But, judging from the photo of the streetscape here, the City of Chicago gives quite a bit of leeway for sidewalk amenities. It appears that these improvements, whether they include the setback for al fresco dining, or bike racks, or street trees, or potted plants—all of them can claim more than fifty percent of the width of the sidewalk—the total right of way. Pedestrians can't pass more than two shoulder-to-shoulder. Quite generous for the diners and restaurant owners, and my suspicion is that the city's planners conceived these dimensions with the hopes of further stimulating pedestrian vitality in the area by catering to them so much, then forcing them close together. The fence for the outdoor dining tables may not offer any visual privacy, which isn't a problem, since customers who would choose to eat here would have few qualms about being seen by as many people as possible. However, the fence does clearly demarcate a space which its users can clearly appropriate through the duration of the meal. And it provides an attractive mount for hanging plants and flowers. The restaurant's al fresco probably only caters to two deuces—just four people—but the owners prove that they value those potential customers by the amount they have invested towards gussying it up. The resulting arrangement seems to work for everyone: the business operators get to add a few more seats, the city gets the enhanced sense of pedestrian energy that drives up real estate (and, thus, tax revenue), the restaurant's patrons get all the seating options that they can hope for.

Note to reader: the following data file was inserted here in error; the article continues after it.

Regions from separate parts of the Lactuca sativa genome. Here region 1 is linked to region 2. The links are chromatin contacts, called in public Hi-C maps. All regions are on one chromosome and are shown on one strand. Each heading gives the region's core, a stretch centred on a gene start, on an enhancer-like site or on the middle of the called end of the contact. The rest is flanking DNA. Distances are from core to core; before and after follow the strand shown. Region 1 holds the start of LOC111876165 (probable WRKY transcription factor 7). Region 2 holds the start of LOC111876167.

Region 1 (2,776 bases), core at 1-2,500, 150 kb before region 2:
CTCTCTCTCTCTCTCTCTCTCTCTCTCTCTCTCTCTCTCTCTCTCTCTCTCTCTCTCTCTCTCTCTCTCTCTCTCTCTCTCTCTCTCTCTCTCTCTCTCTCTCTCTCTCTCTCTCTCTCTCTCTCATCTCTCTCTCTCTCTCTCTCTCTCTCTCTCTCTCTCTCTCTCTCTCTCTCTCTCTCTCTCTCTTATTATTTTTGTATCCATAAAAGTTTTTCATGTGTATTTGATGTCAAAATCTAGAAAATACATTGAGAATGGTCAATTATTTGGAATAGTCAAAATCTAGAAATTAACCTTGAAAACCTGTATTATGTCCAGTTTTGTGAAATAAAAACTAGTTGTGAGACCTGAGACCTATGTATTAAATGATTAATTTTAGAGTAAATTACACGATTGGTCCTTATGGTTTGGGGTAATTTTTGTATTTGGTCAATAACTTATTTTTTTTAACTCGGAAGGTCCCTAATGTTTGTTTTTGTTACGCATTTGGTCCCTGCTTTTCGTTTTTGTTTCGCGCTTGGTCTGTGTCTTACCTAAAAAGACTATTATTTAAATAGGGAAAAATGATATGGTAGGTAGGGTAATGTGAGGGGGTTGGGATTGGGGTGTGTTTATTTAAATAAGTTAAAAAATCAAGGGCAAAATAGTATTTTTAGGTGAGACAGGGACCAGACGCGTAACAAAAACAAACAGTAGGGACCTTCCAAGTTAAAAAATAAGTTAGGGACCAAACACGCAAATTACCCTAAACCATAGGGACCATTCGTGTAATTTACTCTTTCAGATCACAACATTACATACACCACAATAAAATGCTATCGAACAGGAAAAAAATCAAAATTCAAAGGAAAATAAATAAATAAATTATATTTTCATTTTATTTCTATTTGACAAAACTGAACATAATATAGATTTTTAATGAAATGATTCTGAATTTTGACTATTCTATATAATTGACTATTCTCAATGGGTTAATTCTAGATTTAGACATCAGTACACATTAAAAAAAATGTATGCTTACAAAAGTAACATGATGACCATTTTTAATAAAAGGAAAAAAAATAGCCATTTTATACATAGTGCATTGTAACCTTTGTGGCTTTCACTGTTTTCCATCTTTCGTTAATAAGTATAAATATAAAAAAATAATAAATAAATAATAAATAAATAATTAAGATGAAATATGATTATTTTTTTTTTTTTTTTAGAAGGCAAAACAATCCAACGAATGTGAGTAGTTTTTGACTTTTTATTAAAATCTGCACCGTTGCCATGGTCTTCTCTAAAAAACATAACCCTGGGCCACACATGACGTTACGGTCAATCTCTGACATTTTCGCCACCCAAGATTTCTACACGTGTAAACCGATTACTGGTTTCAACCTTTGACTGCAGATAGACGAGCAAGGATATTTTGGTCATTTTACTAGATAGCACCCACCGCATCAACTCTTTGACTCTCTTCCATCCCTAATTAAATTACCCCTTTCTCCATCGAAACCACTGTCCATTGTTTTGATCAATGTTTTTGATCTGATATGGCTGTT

But one party still loses: the motorists.
For all they've been able to stuff onto the sidewalk, the interplay is problematic. The al freso diners could reach out and slap the car while remaining seated at their table. And while the driver may not have a problem with this arrangement, the passenger side sure gets a bum deal.
They're stuck. No real options if you park at this space. In this particular situation, the cars seem to fall last in the pecking order. For the militant urbanist, this isn't a problem, of course: cars are the problem, and we defenders of city living should never try to accommodate them at the expense of a healthy walking environment. After all, it's quite an improvement from the sidewalk fencing in downtown Chicago that I blogged about awhile ago, which clearly did nothing more than impede pedestrians' ability to cross the street on a particular side of the intersection.